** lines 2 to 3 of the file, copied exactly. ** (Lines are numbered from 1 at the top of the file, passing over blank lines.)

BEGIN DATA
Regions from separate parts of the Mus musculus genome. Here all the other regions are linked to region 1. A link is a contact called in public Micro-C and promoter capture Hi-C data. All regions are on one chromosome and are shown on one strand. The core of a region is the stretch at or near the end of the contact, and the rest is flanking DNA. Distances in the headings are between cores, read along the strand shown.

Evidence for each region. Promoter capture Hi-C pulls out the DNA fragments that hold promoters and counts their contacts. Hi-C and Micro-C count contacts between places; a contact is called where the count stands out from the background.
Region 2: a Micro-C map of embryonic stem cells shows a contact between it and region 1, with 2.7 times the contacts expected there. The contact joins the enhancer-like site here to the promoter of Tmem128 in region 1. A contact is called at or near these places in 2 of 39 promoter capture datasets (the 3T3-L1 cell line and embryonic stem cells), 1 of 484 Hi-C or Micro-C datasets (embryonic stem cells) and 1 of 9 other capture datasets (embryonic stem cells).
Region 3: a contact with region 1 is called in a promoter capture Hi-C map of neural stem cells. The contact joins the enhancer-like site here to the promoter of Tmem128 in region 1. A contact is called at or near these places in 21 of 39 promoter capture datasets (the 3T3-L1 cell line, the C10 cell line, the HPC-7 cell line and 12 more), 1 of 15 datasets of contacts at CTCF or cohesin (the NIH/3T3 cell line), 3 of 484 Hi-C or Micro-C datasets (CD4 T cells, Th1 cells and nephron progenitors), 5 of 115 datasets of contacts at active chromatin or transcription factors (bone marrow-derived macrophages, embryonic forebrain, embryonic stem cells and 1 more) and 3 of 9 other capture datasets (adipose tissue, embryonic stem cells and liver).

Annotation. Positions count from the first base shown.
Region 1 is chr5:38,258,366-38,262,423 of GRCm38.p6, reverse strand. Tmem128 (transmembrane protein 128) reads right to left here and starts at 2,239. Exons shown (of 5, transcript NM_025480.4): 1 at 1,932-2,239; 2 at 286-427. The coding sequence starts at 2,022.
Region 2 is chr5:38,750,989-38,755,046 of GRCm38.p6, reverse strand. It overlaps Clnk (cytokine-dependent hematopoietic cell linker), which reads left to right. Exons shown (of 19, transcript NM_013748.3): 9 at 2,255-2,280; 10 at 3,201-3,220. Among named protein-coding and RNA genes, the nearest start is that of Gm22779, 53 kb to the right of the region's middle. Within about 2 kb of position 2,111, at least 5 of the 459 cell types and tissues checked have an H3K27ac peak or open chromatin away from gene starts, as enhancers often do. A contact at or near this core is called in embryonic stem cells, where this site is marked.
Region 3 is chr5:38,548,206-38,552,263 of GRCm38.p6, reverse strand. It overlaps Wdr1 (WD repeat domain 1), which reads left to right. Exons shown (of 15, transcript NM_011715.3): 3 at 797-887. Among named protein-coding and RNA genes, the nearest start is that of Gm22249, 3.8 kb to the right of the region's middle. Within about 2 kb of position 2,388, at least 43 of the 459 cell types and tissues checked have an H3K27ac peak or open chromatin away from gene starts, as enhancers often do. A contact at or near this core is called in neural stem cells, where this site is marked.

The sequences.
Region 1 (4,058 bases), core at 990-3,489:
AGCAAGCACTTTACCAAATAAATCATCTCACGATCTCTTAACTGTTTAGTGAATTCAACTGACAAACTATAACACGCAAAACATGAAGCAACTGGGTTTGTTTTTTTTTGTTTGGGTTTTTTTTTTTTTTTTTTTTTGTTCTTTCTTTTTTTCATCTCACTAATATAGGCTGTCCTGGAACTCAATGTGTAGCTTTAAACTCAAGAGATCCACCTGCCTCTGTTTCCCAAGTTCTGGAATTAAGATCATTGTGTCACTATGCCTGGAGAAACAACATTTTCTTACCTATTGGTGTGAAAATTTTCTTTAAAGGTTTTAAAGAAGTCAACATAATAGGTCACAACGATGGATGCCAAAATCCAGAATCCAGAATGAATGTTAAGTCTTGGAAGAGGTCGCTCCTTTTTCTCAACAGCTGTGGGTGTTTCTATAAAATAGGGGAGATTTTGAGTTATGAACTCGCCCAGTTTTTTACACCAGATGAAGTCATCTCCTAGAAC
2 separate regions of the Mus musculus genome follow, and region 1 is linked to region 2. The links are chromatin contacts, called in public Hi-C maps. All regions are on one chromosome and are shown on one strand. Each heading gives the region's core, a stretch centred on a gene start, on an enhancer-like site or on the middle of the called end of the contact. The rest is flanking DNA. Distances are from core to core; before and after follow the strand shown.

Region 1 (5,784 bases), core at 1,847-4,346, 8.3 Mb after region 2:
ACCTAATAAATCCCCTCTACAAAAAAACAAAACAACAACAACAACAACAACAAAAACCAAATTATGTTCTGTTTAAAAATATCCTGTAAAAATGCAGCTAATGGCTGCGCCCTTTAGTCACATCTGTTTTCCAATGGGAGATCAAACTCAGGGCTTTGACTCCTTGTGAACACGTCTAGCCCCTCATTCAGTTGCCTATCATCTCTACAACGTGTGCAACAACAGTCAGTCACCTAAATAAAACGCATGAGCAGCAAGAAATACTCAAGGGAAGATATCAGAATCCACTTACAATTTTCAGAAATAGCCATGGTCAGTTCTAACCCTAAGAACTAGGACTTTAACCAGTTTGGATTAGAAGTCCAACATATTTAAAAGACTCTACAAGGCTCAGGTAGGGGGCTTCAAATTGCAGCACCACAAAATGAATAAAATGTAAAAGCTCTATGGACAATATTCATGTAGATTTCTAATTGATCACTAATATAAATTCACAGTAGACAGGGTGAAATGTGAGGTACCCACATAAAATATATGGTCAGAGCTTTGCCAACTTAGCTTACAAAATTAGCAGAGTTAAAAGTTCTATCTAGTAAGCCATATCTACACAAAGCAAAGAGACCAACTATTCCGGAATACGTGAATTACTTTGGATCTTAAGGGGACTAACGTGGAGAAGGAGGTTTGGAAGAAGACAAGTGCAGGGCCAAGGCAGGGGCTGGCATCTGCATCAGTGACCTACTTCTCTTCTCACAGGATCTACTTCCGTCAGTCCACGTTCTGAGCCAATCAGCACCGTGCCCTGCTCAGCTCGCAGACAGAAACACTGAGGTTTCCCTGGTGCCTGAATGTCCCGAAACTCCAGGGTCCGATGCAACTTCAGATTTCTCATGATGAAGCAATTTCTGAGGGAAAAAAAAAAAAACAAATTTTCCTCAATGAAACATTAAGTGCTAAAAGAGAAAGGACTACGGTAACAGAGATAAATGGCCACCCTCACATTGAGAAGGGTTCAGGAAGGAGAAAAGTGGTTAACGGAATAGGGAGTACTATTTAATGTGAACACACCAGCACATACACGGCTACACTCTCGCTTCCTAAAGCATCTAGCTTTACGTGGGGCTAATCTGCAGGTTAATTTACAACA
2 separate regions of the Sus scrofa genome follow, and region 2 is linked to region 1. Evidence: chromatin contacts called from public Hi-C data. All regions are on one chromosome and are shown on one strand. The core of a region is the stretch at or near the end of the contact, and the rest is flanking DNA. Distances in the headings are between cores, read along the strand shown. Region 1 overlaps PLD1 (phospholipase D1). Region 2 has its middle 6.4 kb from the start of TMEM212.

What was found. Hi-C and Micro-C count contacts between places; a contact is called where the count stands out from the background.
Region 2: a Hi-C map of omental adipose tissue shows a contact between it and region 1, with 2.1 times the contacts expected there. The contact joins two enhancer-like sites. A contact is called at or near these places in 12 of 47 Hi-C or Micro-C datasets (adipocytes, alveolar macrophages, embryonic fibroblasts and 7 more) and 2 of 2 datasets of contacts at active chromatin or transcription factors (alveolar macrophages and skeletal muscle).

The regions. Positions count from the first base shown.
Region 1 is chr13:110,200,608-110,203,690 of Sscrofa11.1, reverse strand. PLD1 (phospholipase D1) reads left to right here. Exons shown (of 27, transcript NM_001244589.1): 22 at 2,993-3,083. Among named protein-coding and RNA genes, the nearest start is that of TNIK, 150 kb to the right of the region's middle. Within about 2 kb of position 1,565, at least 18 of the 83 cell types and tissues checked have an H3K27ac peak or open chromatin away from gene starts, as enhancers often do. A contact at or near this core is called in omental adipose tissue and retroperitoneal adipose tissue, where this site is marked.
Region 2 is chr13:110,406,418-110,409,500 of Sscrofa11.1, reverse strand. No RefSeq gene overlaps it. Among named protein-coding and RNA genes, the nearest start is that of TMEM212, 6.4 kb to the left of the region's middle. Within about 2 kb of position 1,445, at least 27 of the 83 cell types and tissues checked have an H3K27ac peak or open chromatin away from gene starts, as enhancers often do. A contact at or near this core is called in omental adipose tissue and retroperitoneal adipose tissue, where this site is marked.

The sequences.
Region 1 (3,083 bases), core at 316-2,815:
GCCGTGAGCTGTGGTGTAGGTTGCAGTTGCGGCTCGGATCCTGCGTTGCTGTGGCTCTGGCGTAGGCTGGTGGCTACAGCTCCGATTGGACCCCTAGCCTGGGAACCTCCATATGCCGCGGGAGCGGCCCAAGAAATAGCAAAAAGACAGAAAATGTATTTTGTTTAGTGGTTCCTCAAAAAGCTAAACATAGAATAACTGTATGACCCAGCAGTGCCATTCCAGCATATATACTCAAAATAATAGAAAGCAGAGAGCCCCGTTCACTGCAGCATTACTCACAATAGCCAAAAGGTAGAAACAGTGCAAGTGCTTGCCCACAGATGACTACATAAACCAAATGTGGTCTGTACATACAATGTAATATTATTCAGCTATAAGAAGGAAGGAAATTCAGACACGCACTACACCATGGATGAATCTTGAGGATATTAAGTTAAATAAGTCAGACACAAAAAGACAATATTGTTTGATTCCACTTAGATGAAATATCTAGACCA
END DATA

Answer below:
Evidence for each region. Promoter capture Hi-C pulls out the DNA fragments that hold promoters and counts their contacts. Hi-C and Micro-C count contacts between places; a contact is called where the count stands out from the background.
Region 2: a Micro-C map of embryonic stem cells shows a contact between it and region 1, with 2.7 times the contacts expected there. The contact joins the enhancer-like site here to the promoter of Tmem128 in region 1. A contact is called at or near these places in 2 of 39 promoter capture datasets (the 3T3-L1 cell line and embryonic stem cells), 1 of 484 Hi-C or Micro-C datasets (embryonic stem cells) and 1 of 9 other capture datasets (embryonic stem cells).